Watch The Trailer
Storyline (warning: spoilers)
Custody opens with a legal hearing in a small meeting room. Miriam and Antoine are a separated couple who, with the help of their respective lawyers, are arguing in front of a judge about who should be granted custody of their 11-year-old son, Julien. Each puts forward a persuasive argument but given inconsistencies in their stories, it clear that at least one side (if not both) is not being truthful. The judge wraps things up by stating she will review their claims and make a decision at a future date.
The film is structured in a way that we, as the audience, become the jury. This is the first time we’ve met these characters and we have no idea about their history and time together. Rather than provide superfluous flashback sequences, the director wants us to form our own opinion as we observe Miriam, Antoine and Julien in the days following the custody hearing. There’s a widely-held belief that it takes just seven seconds to make a first impression but you’re likely to need a lot more time than that to size up these individuals and their motives.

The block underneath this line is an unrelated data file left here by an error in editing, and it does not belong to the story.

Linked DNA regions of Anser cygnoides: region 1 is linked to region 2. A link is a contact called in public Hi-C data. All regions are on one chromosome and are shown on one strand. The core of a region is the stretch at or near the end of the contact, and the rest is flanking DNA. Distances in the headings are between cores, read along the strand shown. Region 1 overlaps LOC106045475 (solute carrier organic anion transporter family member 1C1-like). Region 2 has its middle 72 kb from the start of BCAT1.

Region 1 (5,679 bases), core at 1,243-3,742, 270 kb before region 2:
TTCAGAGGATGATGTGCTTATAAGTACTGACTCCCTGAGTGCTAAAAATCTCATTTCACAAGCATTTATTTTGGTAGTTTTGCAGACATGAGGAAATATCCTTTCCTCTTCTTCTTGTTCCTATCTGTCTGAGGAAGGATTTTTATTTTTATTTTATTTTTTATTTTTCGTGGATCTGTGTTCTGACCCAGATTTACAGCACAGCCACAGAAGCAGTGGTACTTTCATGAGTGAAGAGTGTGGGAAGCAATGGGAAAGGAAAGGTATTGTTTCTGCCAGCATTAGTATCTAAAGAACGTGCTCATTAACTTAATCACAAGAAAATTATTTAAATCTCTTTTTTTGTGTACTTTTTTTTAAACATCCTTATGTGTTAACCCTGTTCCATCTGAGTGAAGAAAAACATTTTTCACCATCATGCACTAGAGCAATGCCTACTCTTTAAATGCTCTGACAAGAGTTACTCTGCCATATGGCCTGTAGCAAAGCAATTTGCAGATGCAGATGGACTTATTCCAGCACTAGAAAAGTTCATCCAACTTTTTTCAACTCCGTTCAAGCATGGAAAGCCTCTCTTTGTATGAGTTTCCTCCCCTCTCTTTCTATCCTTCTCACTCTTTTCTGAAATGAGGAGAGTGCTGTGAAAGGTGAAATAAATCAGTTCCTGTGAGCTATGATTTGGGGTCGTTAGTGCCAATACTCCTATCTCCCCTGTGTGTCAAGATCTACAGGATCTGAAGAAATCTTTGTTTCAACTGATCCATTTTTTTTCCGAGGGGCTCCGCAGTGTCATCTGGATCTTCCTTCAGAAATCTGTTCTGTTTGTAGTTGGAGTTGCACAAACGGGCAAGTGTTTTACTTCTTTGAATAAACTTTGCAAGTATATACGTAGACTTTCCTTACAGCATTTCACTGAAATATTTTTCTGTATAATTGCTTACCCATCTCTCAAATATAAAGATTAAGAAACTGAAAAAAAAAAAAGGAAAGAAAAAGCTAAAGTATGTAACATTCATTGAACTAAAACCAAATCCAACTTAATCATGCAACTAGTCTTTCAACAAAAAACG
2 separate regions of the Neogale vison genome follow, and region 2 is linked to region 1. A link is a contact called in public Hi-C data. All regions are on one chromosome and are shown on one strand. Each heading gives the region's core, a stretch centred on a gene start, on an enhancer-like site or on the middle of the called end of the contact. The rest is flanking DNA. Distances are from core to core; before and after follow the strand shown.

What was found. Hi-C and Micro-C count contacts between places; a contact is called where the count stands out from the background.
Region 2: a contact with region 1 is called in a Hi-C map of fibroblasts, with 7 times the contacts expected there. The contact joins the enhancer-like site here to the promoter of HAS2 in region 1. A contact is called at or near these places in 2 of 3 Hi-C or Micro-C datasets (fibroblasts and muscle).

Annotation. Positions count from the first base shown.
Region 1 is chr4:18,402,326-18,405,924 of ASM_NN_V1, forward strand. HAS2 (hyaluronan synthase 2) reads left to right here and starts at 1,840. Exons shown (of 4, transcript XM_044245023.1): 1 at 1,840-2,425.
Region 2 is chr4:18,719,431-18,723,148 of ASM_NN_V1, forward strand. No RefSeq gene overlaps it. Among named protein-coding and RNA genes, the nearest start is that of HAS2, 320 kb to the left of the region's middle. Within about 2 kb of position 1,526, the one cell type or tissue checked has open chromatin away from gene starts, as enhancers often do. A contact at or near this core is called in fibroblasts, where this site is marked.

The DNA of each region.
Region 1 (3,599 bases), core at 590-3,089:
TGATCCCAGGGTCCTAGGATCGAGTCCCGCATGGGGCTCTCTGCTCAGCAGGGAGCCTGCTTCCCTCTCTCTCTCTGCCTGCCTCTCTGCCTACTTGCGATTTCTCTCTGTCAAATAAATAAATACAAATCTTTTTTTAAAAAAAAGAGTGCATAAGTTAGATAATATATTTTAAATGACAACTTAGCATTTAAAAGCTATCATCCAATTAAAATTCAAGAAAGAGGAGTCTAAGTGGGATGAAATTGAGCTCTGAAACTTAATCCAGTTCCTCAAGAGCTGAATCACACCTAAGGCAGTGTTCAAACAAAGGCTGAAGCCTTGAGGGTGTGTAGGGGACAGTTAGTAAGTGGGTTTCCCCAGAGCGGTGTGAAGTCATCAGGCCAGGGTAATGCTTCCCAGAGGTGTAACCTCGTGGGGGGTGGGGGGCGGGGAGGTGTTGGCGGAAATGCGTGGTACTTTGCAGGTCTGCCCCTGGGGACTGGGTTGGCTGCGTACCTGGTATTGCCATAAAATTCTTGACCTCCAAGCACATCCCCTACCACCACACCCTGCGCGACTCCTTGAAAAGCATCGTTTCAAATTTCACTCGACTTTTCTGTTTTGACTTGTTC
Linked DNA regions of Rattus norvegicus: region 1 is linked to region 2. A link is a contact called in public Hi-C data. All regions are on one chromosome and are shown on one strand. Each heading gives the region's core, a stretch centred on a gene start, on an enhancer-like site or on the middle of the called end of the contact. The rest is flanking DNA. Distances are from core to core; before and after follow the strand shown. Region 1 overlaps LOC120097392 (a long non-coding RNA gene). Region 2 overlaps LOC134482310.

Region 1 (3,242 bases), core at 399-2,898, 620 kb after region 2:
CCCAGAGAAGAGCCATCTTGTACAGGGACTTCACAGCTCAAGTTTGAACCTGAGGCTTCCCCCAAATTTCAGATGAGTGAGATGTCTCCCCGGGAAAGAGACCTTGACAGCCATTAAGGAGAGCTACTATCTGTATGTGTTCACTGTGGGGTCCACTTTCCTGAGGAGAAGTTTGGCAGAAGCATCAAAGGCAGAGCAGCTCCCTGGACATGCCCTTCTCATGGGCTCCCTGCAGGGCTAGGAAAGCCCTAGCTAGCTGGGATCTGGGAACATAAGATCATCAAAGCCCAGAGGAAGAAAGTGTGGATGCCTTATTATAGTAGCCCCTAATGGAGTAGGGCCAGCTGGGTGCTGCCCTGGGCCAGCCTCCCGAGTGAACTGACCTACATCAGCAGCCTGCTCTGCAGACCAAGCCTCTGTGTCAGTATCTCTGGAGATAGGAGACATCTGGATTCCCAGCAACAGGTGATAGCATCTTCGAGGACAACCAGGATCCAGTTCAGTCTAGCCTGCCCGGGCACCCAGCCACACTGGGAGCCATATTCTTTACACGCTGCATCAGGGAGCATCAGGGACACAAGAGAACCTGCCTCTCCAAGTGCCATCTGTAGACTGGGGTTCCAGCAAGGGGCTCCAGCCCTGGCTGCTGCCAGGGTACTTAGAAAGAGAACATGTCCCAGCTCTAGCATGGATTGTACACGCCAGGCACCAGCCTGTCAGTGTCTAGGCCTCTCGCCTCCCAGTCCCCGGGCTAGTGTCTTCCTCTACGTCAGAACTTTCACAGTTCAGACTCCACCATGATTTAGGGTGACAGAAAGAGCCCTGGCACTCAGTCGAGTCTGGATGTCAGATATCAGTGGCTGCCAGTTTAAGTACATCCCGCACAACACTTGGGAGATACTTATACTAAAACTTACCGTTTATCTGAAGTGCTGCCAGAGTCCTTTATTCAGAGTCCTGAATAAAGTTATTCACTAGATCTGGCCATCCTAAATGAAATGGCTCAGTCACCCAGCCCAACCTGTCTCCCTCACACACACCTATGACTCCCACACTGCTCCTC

There’s a lot to think about here. It’s a movie that delves into the complexities of a relationship breakdown when children get caught in the middle. The 11-year-old Julien, beautifully played by newcomer Thomas Gioria, finds himself the unwilling participant in a game of emotional tug-of-war. He’s old enough to understand the situation and form a view about which parent he prefers. However, he’s still too young to appreciate the way he is being manipulated in pursuit of other goals. Custody took home the prize for best director at the 2017 Venice Film Festival and is one of 5 movies short-listed by the French National Film Board as the country’s entry into next year’s Oscar’s race for Best Foreign Language Film. The unrelenting narrative and flawless performances make this a powerful piece of cinema.